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Pike mine is flooded




BELFRY, Ky.

Workers are pumping millions of gallons of water out of a mine in Pike County after it was shut down for safety reasons, and the effort could last at least two weeks, officials said.

Officials with the Mine Safety and Health Administration ordered the Freedom Energy Mine at Sidney Coal Company to close after water built up in a sealed portion of the underground mine. Officials were worried the seal could fail and send water into a work area, an incident commonly known as a blowout.

Sidney Coal is a subsidiary of Richmond, Va.-based Massey Energy. Massey spokesman Jeff Gillenwater said 28 of the 162 miners employed at Freedom Energy were inactivated. The rest were moved to other mines while the water is pumped out.

“Once the mine reopens, the employees will be brought back,” he said. Gillenwater said Friday that the pumping would likely continue for two weeks or longer.

“It’s being monitored 24 hours a day,” he said.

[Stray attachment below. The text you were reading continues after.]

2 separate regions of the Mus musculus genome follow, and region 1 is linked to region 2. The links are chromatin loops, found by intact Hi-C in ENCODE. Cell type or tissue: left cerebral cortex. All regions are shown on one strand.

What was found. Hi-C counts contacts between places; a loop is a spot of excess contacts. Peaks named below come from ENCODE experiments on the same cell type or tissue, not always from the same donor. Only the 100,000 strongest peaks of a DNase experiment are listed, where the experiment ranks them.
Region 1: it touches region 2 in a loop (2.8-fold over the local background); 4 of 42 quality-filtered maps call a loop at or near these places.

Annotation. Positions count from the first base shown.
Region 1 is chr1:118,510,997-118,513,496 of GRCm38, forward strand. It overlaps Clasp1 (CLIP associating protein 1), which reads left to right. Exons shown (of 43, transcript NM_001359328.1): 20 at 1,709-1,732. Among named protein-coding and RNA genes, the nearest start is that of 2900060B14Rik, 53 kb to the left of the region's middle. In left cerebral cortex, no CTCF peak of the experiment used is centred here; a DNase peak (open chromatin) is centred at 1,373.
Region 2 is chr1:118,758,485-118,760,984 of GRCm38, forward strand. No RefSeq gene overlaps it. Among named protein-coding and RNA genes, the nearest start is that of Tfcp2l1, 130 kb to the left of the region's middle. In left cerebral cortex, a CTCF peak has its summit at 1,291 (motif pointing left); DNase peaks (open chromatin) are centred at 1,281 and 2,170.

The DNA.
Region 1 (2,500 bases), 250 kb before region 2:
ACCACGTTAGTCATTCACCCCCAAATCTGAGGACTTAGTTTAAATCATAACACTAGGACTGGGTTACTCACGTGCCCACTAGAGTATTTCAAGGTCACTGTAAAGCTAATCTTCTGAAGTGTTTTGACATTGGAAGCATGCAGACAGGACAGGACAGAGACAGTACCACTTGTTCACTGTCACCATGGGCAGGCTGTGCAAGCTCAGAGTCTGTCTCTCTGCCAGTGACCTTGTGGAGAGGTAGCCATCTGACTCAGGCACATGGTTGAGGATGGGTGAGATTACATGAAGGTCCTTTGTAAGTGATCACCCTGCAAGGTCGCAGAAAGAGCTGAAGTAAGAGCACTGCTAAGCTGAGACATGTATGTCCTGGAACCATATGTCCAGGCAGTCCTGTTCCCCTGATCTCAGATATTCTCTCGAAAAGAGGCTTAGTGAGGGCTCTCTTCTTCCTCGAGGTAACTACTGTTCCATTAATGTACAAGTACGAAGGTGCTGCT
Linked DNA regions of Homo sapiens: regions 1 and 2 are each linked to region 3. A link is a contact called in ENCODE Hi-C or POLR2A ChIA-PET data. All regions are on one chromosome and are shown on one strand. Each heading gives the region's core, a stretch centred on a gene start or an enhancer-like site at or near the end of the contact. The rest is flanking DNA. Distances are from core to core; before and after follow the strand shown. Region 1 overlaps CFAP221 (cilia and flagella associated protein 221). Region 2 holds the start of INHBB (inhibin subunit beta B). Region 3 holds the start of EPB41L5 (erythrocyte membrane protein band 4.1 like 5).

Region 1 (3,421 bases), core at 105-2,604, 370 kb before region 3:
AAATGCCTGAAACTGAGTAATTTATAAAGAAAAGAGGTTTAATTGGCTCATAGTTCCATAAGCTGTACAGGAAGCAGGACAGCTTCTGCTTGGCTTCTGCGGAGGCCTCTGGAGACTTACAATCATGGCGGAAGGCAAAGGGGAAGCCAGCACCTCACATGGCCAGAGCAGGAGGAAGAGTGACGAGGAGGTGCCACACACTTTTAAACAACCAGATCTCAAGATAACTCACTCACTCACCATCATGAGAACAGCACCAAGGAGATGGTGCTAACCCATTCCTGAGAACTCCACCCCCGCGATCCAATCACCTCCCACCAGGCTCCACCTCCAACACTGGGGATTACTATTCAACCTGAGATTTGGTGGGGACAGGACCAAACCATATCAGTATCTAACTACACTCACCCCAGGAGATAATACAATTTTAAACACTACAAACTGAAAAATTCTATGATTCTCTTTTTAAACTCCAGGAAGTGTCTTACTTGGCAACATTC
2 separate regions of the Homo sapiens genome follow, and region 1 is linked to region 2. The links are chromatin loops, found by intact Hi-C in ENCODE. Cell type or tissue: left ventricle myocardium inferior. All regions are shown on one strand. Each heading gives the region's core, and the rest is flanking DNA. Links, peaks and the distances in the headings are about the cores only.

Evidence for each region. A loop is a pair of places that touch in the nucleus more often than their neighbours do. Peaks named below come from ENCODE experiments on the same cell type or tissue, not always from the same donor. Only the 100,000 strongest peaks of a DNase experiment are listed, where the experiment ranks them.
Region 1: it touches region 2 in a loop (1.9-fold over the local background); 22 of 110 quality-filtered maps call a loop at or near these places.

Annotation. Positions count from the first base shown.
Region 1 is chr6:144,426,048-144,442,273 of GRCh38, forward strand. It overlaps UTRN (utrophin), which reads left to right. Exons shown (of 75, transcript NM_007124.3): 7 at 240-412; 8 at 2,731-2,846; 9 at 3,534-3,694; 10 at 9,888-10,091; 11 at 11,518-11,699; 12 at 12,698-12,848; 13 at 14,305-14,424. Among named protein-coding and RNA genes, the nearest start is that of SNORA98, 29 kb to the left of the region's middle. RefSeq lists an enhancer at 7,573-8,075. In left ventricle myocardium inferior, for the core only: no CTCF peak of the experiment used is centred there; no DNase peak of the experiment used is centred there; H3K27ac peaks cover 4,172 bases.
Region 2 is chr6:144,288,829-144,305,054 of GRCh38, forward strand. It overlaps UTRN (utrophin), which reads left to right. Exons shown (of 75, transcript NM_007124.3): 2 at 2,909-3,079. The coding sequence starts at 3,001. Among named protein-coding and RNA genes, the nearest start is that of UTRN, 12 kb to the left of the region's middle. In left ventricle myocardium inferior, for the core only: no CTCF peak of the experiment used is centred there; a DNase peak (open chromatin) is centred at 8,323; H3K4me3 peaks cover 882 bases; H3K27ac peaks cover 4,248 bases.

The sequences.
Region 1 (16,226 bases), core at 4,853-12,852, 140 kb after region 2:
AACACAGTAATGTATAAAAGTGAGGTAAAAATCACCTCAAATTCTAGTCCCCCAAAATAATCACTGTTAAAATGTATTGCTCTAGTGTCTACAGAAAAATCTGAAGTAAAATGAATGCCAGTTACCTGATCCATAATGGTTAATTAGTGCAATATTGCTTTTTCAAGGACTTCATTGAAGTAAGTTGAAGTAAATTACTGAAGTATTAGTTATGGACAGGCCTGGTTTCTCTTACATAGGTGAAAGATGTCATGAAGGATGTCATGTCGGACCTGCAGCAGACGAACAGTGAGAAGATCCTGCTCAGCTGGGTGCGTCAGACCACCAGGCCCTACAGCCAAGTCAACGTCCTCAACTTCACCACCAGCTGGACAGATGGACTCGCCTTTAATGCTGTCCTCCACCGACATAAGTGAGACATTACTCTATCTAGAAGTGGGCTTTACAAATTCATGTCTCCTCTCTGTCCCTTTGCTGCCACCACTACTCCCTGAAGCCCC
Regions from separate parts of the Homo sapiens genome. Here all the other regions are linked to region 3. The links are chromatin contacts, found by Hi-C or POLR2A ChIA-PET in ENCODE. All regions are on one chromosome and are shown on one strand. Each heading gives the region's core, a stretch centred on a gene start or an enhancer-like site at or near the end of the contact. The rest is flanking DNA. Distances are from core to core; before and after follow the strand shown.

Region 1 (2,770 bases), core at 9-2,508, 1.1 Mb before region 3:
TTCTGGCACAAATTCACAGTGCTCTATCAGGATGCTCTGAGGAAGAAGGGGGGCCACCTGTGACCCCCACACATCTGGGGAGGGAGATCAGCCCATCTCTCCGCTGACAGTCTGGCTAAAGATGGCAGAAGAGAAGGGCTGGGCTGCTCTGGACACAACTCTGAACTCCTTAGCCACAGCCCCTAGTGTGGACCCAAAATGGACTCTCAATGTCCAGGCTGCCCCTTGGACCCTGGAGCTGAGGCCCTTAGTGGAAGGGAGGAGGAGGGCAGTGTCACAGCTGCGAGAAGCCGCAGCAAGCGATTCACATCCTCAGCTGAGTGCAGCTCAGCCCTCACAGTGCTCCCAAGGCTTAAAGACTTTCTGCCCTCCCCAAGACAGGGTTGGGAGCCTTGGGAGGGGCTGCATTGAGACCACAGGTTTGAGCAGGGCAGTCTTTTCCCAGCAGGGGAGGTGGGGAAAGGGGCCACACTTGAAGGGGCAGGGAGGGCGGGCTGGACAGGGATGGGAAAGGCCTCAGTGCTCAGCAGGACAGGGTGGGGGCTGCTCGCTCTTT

Wayne T. Rutherford, Pike County judge-executive, said in a statement the incident was an other example of the vulnerability of the area to mine blowouts.

“There are millions of gallons of water under these mountains and coal fields,” Rutherford said. “We know it’s there, but we haven’t been able to get any funding to try and take care of the problem.”

The state’s Division of Water granted Sidney Coal a temporary authorization to release the water into nearby Rockhouse Creek.

“Of the various options, an authorization from the cabinet to allow release of the water is the most appropriate remedy to ensure the process is done in an environmentally responsible and timely manner,” said Len Peters, secretary of the Energy and Environment Cabinet.

Gillenwater said the company is also taking steps to prevent another buildup of groundwater.

State officials are monitoring the water being drained and taking samples, said Carl Campbell, commissioner of the state Department for Natural Resources.

After the water is drained, the mine must be inspected and certified by federal and state officials before miners are allowed to return to work.


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